IFB leaders meet with EPA, Corps

Meetings highlight examples of how Illinois farmers voluntarily help the environment.

By Deana Stroisch

Illinois Farm Bureau leaders met recently with officials from the U.S. Environmental Protection Agency (EPA) and the Army Corps of Engineers to share steps Illinois farmers voluntarily take to improve the environment.

In separate meetings, farmer leaders met with Cathy Stepp, the new administrator for EPA Region 5, and Col. Craig Baumgartner, Corps’ Rock Island district commander, and several of his staff. Stepp, appointed in December, oversees environmental protection efforts in Illinois, Indiana, Michigan, Ohio and Wisconsin.

“We had a great opportunity in both meetings to explain who Illinois Farm Bureau is, the board’s priorities and the proactive work Illinois farmers do every day to benefit the environment,” said David Serven, IFB District 8 director and chairman of IFB’s National Affairs and Marketing Committee.Waterways 8_1502 (1)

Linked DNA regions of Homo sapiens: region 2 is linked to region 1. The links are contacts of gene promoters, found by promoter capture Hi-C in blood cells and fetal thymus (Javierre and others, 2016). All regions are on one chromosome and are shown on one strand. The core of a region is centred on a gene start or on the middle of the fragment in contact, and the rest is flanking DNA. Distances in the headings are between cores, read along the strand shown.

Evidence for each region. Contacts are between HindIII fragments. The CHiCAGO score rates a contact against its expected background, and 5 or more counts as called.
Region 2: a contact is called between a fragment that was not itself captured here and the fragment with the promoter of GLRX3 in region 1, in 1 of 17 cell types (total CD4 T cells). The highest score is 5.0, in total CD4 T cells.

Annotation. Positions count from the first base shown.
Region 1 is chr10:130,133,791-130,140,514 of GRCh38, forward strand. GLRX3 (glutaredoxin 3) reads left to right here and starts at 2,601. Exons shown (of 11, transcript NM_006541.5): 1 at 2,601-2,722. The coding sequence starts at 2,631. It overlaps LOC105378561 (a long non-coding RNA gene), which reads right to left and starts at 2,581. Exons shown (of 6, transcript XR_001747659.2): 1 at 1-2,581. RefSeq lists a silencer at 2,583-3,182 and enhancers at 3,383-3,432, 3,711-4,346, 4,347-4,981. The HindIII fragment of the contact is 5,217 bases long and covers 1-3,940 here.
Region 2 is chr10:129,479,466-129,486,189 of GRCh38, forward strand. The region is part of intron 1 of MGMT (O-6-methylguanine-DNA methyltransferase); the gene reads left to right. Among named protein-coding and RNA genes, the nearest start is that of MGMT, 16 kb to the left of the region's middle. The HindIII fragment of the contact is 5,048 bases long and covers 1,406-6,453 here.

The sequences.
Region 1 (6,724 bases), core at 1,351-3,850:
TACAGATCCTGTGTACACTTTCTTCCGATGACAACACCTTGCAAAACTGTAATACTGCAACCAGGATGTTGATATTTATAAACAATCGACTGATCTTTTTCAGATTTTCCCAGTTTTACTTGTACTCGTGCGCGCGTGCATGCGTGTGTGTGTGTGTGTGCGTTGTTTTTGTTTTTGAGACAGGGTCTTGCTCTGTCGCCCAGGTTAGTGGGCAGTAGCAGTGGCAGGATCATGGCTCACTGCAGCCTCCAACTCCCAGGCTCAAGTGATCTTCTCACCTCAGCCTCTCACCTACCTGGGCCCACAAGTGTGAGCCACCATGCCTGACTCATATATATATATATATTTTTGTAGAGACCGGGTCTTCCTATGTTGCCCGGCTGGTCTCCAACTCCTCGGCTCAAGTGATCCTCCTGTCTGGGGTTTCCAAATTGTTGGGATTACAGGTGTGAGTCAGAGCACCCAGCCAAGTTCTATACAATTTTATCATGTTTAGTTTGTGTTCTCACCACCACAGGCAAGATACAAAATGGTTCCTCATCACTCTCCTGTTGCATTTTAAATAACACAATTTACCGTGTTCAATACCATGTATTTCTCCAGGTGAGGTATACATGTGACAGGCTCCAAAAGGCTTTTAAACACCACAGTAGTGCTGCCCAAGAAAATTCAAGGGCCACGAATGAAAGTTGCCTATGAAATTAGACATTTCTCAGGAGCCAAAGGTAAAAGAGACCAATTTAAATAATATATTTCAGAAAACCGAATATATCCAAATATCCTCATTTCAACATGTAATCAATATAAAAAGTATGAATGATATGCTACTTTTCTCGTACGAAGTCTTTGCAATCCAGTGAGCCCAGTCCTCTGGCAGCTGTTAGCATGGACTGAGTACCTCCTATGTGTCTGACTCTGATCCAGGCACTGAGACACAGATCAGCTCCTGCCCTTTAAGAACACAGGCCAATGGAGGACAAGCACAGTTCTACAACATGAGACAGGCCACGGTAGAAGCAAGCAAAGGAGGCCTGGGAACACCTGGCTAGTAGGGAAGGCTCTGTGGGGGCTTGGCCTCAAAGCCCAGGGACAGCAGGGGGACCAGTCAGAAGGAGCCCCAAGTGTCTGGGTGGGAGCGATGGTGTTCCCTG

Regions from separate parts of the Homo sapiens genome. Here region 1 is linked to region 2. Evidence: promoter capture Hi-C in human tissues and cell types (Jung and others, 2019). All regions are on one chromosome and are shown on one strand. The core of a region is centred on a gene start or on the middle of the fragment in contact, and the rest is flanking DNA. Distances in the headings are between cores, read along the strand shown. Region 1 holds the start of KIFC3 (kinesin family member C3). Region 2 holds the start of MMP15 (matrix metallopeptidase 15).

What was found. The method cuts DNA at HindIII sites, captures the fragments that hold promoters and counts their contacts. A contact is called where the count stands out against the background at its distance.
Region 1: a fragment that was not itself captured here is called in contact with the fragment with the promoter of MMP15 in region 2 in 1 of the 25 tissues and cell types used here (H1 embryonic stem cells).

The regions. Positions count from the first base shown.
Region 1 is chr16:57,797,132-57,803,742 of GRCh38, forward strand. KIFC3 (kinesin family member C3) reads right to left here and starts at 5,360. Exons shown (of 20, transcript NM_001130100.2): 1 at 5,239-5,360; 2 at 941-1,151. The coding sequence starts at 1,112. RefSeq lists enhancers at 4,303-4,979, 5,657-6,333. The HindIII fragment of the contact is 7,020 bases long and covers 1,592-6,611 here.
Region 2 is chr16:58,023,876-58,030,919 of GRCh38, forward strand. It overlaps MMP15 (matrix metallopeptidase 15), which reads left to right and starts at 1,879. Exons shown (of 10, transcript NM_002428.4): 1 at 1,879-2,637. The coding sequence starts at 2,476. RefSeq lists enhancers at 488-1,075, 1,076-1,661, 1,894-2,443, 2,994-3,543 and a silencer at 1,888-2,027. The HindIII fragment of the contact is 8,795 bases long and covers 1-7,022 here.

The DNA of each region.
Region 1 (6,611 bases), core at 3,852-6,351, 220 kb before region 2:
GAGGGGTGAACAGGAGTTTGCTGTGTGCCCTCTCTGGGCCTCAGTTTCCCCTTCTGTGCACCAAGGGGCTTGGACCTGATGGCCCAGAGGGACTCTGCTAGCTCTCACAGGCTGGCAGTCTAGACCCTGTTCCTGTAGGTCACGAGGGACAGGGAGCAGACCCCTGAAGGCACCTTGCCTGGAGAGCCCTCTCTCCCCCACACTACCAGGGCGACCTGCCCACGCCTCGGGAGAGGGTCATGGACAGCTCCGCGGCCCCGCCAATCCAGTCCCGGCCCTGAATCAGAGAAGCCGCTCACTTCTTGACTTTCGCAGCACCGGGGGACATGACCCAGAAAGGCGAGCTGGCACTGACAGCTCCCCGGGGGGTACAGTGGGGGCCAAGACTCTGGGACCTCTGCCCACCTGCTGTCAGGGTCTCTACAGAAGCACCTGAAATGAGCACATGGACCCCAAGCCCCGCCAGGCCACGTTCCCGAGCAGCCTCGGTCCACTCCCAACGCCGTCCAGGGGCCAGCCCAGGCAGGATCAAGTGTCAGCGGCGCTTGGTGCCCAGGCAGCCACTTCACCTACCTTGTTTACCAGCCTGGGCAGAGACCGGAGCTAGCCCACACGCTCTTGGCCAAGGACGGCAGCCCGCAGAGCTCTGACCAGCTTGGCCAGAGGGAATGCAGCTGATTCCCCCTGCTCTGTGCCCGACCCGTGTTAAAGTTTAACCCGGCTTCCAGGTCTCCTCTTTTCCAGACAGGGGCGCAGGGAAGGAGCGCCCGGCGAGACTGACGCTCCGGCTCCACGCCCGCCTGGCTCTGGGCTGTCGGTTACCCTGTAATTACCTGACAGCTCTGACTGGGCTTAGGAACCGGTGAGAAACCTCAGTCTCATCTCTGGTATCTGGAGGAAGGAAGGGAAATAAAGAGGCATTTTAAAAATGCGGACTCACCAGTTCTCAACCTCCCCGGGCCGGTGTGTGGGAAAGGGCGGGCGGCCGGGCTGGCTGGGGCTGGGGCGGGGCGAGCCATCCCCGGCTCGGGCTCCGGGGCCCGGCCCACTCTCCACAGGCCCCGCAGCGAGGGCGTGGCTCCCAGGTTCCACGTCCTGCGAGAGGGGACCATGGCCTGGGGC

Serven joined IFB Vice President Brian Duncan; Lauren Lurkins, IFB’s director of natural and environmental resources; and Adam Nielsen, IFB’s director of national legislation and policy development.

“It was great to provide the new Region 5 administrator with evidence of how we have been proactive over the years on the issues of nutrient loss and livestock that are important to her and her organization,” Duncan said.

Meanwhile, Farm Bureau continues to advocate for clarity and consistency across federal agencies. 

Leaders shared the story of an Ogle County farmer, who received the green light from the Natural Resources Conservation Service to implement soil conservation practices. A few months after installing the grassed waterways, staff from EPA and the Corps visited his family’s farm and alleged he violated the Clean Water Act because he didn’t obtain the necessary Section 404 permit.

“From a farmer perspective, it’s hard to have three federal agencies telling you something different,” Duncan said. “Farmers have private property rights, and the things we’re putting in the ground benefit the environment. We want these agencies to start working together.”

Content for this story was provided by FarmWeekNow.com.

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